“Draw a straight line across the page, marking it from zero to 100. One means you are useless, 100 means you are fantastic,” he says. “Now rate yourself, as a person, giving yourself the mark you think you are worth as a human being between one and 100.

“Next, mark the value that you think other people, in general, rate you at.

“Finally, when you have done that, imagine you fail spectacularly in an area that you really care about. You might imagine failing at work, or your partner leaves you, maybe it’s losing in a sport you care about, gaining two stone, losing your income, failing an exam, or your children telling you that you are a terrible parent. Pick the area that most affects you and mark the value you give yourself on the scale now.

“So how did you do? Did you fall into the trap? I have yet to find someone who doesn’t crash in one particular area. When you rate yourself like this, which is what we do every day, it is completely irrational and random. It is based on an unscientific measuring stick that you’ve plucked out of your head. What if someone else rates you higher or lower? Who gets to decide a person’s value?”

Because our subjectivity can blind our rationality, he encourages people to apply the measuring system to other people to see how flawed it is. “The next time you are sitting among a group of your friends or your children, rate them against one another as human beings. The reality is that you would struggle. Because no matter what they are successful or failures at in different areas of their lives, no matter what their behaviour, it would be difficult to measure their worth, they are all unique and special human beings.”

His also points out that measuring our self-worth based on factors often beyond our control is setting ourselves up for failure.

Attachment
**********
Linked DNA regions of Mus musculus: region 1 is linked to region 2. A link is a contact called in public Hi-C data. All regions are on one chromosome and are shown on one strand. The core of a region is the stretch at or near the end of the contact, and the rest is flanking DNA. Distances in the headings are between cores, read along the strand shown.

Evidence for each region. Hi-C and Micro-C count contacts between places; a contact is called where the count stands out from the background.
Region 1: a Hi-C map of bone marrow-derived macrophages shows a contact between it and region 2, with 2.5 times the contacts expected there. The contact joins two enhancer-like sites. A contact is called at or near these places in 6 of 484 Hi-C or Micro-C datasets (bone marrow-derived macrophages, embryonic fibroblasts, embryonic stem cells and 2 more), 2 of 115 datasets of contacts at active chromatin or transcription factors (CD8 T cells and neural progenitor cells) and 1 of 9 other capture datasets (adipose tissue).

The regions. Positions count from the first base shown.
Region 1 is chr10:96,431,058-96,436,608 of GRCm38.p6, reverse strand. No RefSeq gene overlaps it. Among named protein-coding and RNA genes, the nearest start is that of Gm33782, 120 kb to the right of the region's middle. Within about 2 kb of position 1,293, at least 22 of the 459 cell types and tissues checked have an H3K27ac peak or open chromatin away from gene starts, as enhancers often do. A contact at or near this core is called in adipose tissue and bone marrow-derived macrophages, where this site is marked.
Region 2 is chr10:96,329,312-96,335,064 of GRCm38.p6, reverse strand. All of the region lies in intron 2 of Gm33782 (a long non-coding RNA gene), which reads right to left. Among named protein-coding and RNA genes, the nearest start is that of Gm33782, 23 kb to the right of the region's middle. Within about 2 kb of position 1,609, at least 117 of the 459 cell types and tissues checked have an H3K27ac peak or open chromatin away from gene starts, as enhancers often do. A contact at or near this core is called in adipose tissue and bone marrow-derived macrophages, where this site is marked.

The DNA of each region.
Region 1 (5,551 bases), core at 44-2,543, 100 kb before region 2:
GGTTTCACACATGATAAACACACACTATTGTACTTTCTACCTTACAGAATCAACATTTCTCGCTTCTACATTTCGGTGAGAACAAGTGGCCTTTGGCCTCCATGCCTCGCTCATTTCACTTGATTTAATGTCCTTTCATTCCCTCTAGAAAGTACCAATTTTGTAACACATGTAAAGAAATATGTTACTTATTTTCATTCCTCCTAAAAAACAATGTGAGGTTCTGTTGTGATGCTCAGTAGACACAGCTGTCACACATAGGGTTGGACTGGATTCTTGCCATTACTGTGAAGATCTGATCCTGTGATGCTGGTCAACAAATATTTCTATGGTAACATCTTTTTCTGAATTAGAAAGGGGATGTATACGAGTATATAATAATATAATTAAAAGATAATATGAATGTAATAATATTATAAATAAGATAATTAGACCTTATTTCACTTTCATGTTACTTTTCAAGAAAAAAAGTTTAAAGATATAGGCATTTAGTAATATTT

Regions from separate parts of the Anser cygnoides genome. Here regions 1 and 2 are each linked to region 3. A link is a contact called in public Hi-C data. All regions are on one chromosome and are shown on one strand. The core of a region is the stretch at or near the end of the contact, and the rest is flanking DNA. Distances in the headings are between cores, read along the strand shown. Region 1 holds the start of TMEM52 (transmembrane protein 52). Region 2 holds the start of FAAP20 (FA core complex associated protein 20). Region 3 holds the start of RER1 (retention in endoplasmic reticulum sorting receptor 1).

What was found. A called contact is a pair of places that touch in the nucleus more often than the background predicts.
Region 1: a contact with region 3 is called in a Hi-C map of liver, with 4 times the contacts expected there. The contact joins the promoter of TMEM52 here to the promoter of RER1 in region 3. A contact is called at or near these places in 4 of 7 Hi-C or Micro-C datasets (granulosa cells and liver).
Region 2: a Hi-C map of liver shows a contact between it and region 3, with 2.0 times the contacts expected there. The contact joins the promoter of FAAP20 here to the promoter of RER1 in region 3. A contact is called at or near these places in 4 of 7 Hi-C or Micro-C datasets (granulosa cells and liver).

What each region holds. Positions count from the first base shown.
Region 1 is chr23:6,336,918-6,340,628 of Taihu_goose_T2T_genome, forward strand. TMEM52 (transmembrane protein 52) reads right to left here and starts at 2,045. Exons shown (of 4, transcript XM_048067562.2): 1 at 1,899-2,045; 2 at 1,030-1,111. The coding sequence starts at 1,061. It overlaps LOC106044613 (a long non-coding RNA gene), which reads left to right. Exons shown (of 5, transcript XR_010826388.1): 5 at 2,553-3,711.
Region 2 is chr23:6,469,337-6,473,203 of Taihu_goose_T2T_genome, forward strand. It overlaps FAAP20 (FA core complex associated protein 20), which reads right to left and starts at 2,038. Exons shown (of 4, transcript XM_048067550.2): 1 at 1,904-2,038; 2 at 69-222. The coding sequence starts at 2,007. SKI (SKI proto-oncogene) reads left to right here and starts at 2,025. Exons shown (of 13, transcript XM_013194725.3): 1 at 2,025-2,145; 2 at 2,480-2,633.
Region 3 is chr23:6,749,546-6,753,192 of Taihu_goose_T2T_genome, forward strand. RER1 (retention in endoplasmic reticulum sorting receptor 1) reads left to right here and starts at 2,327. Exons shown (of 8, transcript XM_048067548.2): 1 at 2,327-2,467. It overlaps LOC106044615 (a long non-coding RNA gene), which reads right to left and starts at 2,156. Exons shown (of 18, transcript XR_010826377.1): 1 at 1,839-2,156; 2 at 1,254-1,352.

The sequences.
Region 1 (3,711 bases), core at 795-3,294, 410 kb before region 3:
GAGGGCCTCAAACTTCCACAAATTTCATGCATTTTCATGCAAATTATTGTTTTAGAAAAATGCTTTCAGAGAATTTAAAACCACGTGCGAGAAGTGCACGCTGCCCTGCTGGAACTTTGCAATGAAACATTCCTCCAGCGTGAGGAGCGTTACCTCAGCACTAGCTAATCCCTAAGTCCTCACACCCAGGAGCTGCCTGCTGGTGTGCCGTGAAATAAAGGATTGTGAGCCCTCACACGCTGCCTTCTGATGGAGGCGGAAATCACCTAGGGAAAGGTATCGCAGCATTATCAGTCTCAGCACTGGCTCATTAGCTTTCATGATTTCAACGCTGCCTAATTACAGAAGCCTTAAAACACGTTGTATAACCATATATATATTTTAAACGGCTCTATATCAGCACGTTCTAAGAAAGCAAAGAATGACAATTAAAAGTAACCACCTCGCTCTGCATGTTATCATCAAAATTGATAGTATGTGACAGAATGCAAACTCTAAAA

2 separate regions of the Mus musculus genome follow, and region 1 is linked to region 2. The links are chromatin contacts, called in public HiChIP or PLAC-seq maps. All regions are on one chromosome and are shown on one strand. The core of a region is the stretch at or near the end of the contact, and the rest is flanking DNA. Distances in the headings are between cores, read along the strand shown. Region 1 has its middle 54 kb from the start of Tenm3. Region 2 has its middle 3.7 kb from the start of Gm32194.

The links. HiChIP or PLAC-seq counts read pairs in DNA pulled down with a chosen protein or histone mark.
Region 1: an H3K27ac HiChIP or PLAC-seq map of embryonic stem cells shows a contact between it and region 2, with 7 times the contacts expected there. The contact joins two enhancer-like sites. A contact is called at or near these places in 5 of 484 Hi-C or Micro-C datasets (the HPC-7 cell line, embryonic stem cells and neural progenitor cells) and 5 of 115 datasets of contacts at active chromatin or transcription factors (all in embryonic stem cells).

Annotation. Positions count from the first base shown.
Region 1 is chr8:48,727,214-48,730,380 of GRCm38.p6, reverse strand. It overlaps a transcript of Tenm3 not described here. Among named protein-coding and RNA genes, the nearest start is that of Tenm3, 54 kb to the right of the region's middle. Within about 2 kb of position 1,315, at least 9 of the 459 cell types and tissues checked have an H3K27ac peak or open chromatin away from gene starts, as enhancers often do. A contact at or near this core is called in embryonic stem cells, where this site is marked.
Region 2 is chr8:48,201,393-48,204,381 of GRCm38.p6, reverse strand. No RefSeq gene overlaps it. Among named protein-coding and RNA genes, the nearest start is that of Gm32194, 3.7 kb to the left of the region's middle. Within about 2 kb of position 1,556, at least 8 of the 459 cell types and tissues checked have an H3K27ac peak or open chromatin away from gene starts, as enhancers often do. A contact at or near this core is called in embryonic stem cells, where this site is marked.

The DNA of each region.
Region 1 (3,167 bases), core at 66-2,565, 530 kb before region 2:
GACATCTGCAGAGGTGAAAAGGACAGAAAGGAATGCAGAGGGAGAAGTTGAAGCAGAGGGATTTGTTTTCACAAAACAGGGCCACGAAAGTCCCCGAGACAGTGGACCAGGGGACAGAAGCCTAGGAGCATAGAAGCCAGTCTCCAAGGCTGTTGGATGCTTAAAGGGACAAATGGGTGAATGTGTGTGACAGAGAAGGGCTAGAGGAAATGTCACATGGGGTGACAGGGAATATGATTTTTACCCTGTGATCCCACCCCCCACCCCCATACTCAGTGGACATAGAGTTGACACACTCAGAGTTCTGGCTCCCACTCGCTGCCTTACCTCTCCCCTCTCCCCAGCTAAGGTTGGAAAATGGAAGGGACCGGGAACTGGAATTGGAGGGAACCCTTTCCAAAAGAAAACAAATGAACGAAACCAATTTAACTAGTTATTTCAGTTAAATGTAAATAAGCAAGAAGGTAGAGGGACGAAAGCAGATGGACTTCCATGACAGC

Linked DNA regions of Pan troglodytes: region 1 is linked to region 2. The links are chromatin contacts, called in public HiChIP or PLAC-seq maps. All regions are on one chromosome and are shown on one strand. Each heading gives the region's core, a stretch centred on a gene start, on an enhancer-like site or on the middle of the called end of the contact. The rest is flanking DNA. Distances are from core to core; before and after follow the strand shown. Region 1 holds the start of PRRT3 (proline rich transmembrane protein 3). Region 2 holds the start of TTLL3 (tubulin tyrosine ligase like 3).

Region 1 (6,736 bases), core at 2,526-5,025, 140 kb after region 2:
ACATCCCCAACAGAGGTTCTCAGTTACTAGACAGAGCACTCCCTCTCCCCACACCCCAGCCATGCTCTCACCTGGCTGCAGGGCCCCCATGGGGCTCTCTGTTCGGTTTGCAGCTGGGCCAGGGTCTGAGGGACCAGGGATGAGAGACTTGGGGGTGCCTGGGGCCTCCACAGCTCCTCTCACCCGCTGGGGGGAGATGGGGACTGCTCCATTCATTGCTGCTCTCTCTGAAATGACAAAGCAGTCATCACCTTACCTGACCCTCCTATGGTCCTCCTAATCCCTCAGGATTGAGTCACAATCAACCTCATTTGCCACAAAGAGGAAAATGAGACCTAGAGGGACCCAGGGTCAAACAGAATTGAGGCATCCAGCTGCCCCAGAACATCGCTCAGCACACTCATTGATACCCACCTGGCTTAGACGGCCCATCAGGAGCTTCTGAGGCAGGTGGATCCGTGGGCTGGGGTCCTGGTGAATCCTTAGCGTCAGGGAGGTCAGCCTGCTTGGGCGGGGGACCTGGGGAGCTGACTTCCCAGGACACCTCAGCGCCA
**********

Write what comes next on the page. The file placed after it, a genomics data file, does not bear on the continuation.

“Self-worth is a delusion. A fixed erroneous belief that we choose to believe is true. And yet there will be some people who, even after doing the scale on others and realising how impossible it is to define or measure the worth or value of a person, who will choose to hang on this delusion.

“And the price they pay is the destruction of their mental health.”

In the book he invites people to challenge their pathological inner critic that tells them they are useless, a failure, weak or worthless, and he shows how you can use practical exercises to build a feeling of unconditional self-acceptance over three months. With an ‘ABC’ approach, he also takes readers through their personal activating events, beliefs and the consequence of their flawed thinking and he shows how they can greatly improve their resilience where they need it most.

With 36 years’ experience as one of Ireland’s most well-respected medics, does he still struggle with his own inner critic?

“I have become pretty resilient but my one weakness is golf. I have to be careful with myself and if I mess up. That’s when I have a serious face-to-face with my pathological critic to put him back in his box.”

‘Self-Acceptance’ by Dr Harry Barry (Orion Spring, €16.99). Dr Barry will also be holding an event in Eason on O’Connell St, Dublin this Wednesday, May 8 at 6.30pm